Common Assault Charges- s 61 Crimes Act 1990 (NSW) states:
“Whosoever assaults any person, although not occasioning actual bodily harm, shall be liable to imprisonment for two years.”
The offence of common assault extends not only to ‘the actual application of force without consent, lawful excuse, or justification’, defined as a Battery, but also includes ‘putting another person in fear or apprehension of an unlawful contact (psychic assault) e.g. Threatening someone with harm.
Common Assault Charge Defences:
There are several defences to a charge of common assault including self-defence, provocation, and motive.
- Fern is living with Paul, her 5th partner , with her daughter Kristy.
- Fern has had bad luck with her partners, as they are often abusive and violent.
- Paul is a heavy drinker, and is often yelling abuse at Fern and Kristy.
- Fern got Kristy a puppy for her birthday, and it keeps peeing all over the house, barking at night and chewing all the furniture in Paul’s house.
- Paul is drinking one night when he finally snaps about the mess the puppy had made. He is screaming and throwing things across the room.
- He is getting closer to where Fern and Kristy are sitting at the dining table.
- Scared, and worried Paul might harm one of them, Fern picks up a vacuum cleaner pole from nearby and swings it at Paul to get him to stay away.
- The pole hits Paul in the head and he is knocked unconscious.
- The ambulance is called, and the police are notified of the incident.
- Fern is charged with common assault under s 61 of the Crimes Act.
In this scenario, self–defence may be available to Fern under s 418 of the Crimes Act 1900 (NSW).
The burden of proof lies with Fern to raise the defence on an evidentiary basis- and the prosecution must negate this beyond a reasonable doubt.
Self – defence is available to those who believe their conduct is necessary to defend himself or herself or another person, to prevent a deprivation of liberty (i.e being locked in a car and kidnapped), to protect property or prevent trespass.
The conduct must also be considered to be a reasonable response in all the circumstances.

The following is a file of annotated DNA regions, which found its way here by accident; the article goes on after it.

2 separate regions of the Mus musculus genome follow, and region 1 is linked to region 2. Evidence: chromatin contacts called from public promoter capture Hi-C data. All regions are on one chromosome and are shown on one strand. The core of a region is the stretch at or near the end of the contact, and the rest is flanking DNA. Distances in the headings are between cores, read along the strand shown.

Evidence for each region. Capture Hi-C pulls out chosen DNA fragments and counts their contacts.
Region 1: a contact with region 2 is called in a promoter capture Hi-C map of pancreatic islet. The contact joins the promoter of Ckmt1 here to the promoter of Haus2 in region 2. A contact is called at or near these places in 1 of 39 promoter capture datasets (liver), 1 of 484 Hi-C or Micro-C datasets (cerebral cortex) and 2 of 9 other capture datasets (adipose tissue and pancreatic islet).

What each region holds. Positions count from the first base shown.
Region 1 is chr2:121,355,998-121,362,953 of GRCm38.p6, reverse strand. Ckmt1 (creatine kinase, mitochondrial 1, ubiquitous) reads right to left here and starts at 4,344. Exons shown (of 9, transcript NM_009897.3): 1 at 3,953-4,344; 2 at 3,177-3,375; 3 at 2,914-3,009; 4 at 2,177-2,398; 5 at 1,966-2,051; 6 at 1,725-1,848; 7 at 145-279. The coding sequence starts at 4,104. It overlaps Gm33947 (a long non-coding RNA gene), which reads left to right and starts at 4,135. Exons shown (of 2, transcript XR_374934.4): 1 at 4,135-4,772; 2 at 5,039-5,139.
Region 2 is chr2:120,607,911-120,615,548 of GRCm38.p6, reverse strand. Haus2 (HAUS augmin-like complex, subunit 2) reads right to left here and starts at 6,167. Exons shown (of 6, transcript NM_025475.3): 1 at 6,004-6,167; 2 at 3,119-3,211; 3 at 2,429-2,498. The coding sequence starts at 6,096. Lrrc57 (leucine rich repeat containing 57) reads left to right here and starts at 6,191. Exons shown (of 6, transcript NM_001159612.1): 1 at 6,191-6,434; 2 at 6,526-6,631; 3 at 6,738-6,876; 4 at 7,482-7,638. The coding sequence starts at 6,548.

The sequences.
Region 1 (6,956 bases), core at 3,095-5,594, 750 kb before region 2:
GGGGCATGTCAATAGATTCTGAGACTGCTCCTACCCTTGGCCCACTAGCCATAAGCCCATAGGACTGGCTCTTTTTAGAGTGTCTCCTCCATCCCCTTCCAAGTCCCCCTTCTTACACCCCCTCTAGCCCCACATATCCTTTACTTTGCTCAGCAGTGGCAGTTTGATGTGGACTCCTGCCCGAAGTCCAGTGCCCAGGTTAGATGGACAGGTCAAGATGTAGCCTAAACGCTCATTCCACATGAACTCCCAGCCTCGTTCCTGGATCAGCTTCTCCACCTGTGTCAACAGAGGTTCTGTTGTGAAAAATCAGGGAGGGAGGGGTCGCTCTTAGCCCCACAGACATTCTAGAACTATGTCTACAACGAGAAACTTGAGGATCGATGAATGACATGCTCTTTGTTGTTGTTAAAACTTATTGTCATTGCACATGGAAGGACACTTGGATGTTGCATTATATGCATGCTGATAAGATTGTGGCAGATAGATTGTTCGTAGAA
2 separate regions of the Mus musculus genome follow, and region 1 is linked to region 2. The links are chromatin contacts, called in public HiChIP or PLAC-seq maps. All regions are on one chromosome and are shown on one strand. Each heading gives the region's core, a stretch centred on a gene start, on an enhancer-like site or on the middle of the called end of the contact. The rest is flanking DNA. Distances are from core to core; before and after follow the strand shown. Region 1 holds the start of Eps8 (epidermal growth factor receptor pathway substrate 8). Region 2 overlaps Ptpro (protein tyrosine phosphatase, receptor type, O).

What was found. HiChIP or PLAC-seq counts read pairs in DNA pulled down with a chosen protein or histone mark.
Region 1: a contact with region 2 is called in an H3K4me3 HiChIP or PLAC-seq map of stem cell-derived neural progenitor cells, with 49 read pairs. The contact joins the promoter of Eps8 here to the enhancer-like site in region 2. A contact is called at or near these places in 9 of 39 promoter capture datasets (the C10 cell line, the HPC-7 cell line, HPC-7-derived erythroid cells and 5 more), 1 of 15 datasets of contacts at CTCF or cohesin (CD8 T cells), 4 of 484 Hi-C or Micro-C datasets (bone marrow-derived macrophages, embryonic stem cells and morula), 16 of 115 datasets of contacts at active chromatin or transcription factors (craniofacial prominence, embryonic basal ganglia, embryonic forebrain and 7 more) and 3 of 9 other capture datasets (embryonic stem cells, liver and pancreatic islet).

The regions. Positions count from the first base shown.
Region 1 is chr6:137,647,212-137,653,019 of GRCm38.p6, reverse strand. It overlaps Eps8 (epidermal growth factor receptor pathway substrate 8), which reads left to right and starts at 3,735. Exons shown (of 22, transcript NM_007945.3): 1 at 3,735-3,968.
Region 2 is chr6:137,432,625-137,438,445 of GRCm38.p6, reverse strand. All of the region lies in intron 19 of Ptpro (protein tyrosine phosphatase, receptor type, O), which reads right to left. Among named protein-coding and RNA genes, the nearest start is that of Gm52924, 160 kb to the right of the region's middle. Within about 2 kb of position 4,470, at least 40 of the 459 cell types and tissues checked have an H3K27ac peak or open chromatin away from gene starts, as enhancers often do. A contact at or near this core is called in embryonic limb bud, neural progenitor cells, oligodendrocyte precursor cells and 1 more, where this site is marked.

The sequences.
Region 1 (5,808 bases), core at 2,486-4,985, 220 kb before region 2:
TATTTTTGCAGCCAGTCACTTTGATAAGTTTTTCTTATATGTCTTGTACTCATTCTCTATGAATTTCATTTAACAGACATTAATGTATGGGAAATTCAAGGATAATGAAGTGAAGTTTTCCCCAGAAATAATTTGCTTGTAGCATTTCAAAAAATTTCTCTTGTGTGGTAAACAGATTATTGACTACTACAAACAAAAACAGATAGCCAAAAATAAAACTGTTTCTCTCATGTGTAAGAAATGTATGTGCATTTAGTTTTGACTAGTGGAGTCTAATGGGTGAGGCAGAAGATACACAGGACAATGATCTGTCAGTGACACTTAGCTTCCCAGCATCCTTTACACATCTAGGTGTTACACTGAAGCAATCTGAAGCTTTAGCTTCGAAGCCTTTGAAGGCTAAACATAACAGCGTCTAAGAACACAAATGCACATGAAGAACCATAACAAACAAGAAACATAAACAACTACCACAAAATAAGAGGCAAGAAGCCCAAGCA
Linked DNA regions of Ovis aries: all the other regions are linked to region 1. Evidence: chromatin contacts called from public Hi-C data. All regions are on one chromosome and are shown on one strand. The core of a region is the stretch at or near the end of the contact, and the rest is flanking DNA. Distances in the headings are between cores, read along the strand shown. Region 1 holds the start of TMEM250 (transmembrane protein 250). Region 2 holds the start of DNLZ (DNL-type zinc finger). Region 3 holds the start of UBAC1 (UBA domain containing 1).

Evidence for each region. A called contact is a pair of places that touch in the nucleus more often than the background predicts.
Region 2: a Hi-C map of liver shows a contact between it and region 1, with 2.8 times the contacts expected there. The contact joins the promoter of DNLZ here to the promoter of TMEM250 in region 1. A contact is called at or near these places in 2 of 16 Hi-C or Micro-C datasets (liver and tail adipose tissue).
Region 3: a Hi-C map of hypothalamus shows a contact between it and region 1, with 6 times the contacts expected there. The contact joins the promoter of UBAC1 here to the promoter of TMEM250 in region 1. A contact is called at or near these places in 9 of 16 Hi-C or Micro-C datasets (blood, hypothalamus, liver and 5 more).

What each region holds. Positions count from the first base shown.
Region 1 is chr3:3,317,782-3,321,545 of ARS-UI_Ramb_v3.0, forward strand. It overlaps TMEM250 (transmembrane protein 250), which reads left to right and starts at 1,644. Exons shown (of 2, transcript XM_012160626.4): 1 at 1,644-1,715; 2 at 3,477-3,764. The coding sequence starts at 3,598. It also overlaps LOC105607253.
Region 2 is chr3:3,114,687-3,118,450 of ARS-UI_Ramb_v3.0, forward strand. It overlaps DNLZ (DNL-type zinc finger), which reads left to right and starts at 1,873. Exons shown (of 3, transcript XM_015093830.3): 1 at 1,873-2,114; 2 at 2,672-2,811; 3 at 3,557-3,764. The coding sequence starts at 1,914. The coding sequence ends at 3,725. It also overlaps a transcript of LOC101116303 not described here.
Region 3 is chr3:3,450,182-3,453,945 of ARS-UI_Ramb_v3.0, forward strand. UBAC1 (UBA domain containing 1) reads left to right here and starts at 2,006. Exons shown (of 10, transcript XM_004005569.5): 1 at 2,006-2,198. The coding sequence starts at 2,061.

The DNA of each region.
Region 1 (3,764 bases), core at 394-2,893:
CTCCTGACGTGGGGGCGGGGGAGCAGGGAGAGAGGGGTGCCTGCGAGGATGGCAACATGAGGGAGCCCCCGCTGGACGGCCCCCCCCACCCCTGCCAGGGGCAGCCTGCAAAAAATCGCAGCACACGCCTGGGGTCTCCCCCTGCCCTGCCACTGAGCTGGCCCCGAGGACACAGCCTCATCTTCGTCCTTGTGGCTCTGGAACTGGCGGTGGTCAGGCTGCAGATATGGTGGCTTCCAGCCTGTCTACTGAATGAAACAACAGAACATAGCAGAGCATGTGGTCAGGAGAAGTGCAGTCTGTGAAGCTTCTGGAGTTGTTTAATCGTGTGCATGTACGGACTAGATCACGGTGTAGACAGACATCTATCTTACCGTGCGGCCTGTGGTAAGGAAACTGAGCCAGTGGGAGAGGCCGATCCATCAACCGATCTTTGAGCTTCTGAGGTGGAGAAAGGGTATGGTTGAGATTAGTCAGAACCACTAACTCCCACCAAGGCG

A court would determine if Fern’s conduct of using the vacuum cleaner pole to defend herself was reasonably proportionate to Paul’s violent outburst.
If Paul had yelled violent and abusive things to Fern, such as calling her a “useless cow” and a ” waste of space” and Fern reacted to this badly, after her string of failed relationships and assaulted him in an aggravated manner and killing Paul, a partial defence of provocation may be available.
This can only be raised if the act was done in direct response to Paul’s abusive and provoking conduct.
Recent amendments to the Crimes Act s 23 (Crimes Amendment (Provocation) Act 2014 (NSW) Act No 13) have limited the scope of this defence to ensure it is only raised for acts done in response to a serious indictable offence, and a reasonable person in the position of the accused would have also lost control resulting in death.
Motive is generally considered irrelevant in determining a person’s liability, but is currently recognised in the defences of self-defence and provocation.
In this case, Fern’s motive to defend herself and Kristy would be considered up until the point Paul was incapacitated, or no longer threatening.
IF Kristy continues to assault Paul, resulting in his death, beyond the necessity to protect herself or Kristy, then the person’s motive can no longer be considered in line with self-defence or provocation (R vs Conlon (1993).